There was lots of lovely cakes on display in a few shops about the place. We assumed it was the french connection and tried a few on a couple of occasions but generally found them to look way prettier than they tasted. The sugary, deep fried treats from the ladies selling on the streets were nicer but could be soo sweet – I couldn’t handle them much – even Mark gave in.

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Rain
Boy did it pelt it down. It was monsoon season and most days it would only do it for an hour or two but it was crazy hard – thank goodness for our sad ponchos

Not seeing Ho Chi Minh
I really wanted to go and see Ho Chi Minhs body which is on display each morning and people from every far corner of the country come to see him. The main reason we never ended up doing this was the two things above – rain and taxis. It was a bit too far to go on foot in the heat we were having so we’d have to either get a rickshaw, which turned out not to be possible in the bad rain which left us with the dilemma of having to get taxis which can’t be trusted so it didn’t work out in the end. But it’s the first thing I’m going to do on my return to Hanoi (which I will definitely do), after getting some tasty bun cha of course.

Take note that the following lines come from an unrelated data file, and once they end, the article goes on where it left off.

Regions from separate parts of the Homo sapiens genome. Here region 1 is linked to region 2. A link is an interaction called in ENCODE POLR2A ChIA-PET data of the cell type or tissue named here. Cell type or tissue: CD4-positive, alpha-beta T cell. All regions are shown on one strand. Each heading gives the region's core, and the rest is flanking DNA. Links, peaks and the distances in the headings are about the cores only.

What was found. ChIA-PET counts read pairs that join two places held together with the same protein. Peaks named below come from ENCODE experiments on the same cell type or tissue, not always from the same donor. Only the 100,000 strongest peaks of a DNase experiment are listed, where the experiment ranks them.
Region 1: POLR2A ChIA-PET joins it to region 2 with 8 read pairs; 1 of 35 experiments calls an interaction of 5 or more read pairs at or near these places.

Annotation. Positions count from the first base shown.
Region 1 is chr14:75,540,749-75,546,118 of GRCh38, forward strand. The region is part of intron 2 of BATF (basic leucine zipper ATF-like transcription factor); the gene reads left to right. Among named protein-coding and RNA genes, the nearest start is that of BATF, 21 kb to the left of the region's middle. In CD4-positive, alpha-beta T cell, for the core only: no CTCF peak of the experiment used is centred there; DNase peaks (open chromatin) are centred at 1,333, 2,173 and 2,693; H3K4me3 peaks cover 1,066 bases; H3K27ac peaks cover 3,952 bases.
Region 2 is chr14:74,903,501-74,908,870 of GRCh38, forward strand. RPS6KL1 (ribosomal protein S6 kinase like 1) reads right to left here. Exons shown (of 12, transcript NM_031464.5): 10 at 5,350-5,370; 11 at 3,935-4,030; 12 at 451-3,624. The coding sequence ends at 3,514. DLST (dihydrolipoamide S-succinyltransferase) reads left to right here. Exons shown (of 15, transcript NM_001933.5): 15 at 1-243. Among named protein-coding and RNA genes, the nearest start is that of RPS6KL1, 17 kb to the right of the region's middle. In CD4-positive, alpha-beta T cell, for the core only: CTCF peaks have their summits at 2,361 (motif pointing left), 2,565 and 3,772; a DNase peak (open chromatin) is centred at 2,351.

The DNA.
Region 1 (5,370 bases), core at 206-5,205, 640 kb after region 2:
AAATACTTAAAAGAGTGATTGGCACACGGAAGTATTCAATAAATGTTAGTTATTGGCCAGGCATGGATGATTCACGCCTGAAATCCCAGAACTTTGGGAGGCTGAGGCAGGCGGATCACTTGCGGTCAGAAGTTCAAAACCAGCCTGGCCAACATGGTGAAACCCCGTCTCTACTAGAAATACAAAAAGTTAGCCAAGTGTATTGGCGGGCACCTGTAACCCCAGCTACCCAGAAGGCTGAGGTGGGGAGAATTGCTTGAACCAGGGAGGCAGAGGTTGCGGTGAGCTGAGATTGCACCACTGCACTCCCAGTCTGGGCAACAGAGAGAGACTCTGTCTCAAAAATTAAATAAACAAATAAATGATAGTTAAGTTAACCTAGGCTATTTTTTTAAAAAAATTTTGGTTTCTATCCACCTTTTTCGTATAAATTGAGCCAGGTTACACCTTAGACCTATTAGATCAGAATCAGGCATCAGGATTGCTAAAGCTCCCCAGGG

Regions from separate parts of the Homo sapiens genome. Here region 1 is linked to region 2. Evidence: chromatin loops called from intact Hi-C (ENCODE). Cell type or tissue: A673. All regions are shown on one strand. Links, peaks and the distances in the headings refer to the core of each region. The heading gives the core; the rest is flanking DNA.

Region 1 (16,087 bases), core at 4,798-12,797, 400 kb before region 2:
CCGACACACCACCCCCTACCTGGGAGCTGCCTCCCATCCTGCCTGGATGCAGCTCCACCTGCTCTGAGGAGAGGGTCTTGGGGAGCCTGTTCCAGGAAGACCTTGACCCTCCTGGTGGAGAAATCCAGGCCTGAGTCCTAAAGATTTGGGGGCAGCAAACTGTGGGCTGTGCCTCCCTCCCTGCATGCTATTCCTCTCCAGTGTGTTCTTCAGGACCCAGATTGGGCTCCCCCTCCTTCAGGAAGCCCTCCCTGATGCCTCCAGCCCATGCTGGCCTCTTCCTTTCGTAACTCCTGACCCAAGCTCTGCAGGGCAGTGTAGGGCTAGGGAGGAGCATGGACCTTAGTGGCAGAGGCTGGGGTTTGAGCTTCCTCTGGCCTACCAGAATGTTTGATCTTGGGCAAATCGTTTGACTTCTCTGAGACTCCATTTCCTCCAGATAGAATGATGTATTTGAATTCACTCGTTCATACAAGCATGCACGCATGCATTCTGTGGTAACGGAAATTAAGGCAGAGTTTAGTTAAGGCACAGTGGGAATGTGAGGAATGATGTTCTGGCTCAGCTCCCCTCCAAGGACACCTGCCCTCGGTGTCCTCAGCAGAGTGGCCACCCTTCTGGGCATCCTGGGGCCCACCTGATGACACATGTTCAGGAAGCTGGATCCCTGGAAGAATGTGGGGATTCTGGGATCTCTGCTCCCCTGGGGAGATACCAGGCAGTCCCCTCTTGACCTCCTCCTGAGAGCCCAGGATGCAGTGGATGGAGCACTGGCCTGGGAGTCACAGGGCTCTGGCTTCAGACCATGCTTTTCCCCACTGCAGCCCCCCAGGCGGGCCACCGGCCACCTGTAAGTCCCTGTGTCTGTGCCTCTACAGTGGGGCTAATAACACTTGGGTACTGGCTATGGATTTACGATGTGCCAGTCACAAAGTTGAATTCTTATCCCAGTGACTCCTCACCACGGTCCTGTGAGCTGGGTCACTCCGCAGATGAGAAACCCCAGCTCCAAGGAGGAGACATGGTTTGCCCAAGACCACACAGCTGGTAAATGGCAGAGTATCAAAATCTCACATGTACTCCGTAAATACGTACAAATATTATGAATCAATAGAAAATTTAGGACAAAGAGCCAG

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Thailand – Chiang Mai oh My

by Kt

03.08.2012

We immediately liked Chiang Mai. It is a very laid back, interesting city with lots going on and great food. Not being by the sea, it’s just got a different vibe to it. Very little hassle from anyone and it’s the second largest city in Bangkok (though it’s small by most city comparisons) so it has an identity/life of it’s own without just tourism. On the first day I saw a bunch of VW beetles which was a good sign – there are loads of them here it seems – always happy news?

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The first few weeks are not very interesting to report on. We picked something up on the bus I think. I’ve been pretty healthy since traveling compared to constantly having every ailment going back at work. Then 13 hours on a bus stuck with people in air con & I get sick! Anyhow, that wasn’t fun we weren’t up to much for a fair while which was frustrating. After that we tentatively explored the nearby areas as took ages to feel properly better.